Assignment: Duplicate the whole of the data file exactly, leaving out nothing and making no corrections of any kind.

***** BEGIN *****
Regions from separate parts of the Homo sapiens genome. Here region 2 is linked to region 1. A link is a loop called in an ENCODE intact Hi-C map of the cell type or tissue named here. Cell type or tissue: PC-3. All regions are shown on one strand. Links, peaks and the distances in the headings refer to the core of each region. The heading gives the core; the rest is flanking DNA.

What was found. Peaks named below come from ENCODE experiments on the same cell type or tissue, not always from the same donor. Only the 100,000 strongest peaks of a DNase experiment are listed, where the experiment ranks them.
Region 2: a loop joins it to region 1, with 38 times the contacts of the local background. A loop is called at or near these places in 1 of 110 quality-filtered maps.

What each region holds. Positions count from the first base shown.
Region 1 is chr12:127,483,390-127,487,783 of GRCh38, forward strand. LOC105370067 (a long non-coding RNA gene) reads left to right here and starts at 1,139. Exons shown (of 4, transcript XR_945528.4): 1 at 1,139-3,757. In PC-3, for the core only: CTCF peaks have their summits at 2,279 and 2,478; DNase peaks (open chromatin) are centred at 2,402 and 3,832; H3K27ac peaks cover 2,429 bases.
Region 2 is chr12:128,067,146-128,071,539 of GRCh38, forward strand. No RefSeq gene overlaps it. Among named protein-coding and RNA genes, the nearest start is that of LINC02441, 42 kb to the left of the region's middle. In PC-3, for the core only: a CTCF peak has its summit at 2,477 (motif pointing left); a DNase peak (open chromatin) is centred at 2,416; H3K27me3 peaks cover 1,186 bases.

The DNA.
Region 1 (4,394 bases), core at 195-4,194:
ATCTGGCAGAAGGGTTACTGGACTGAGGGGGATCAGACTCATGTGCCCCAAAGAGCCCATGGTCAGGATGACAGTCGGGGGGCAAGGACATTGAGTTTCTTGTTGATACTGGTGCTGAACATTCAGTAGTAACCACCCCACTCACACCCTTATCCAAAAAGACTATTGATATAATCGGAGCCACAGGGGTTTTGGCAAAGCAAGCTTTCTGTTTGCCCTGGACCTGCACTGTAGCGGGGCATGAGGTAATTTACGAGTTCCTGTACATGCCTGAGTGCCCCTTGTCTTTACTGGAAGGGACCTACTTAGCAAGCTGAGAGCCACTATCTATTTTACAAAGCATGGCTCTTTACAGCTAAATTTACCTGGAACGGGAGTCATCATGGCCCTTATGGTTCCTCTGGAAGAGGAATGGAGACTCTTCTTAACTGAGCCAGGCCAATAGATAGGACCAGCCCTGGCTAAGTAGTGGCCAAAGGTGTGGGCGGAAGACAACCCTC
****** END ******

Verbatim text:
Regions from separate parts of the Homo sapiens genome. Here region 2 is linked to region 1. A link is a loop called in an ENCODE intact Hi-C map of the cell type or tissue named here. Cell type or tissue: PC-3. All regions are shown on one strand. Links, peaks and the distances in the headings refer to the core of each region. The heading gives the core; the rest is flanking DNA.

What was found. Peaks named below come from ENCODE experiments on the same cell type or tissue, not always from the same donor. Only the 100,000 strongest peaks of a DNase experiment are listed, where the experiment ranks them.
Region 2: a loop joins it to region 1, with 38 times the contacts of the local background. A loop is called at or near these places in 1 of 110 quality-filtered maps.

What each region holds. Positions count from the first base shown.
Region 1 is chr12:127,483,390-127,487,783 of GRCh38, forward strand. LOC105370067 (a long non-coding RNA gene) reads left to right here and starts at 1,139. Exons shown (of 4, transcript XR_945528.4): 1 at 1,139-3,757. In PC-3, for the core only: CTCF peaks have their summits at 2,279 and 2,478; DNase peaks (open chromatin) are centred at 2,402 and 3,832; H3K27ac peaks cover 2,429 bases.
Region 2 is chr12:128,067,146-128,071,539 of GRCh38, forward strand. No RefSeq gene overlaps it. Among named protein-coding and RNA genes, the nearest start is that of LINC02441, 42 kb to the left of the region's middle. In PC-3, for the core only: a CTCF peak has its summit at 2,477 (motif pointing left); a DNase peak (open chromatin) is centred at 2,416; H3K27me3 peaks cover 1,186 bases.

The DNA.
Region 1 (4,394 bases), core at 195-4,194:
ATCTGGCAGAAGGGTTACTGGACTGAGGGGGATCAGACTCATGTGCCCCAAAGAGCCCATGGTCAGGATGACAGTCGGGGGGCAAGGACATTGAGTTTCTTGTTGATACTGGTGCTGAACATTCAGTAGTAACCACCCCACTCACACCCTTATCCAAAAAGACTATTGATATAATCGGAGCCACAGGGGTTTTGGCAAAGCAAGCTTTCTGTTTGCCCTGGACCTGCACTGTAGCGGGGCATGAGGTAATTTACGAGTTCCTGTACATGCCTGAGTGCCCCTTGTCTTTACTGGAAGGGACCTACTTAGCAAGCTGAGAGCCACTATCTATTTTACAAAGCATGGCTCTTTACAGCTAAATTTACCTGGAACGGGAGTCATCATGGCCCTTATGGTTCCTCTGGAAGAGGAATGGAGACTCTTCTTAACTGAGCCAGGCCAATAGATAGGACCAGCCCTGGCTAAGTAGTGGCCAAAGGTGTGGGCGGAAGACAACCCTC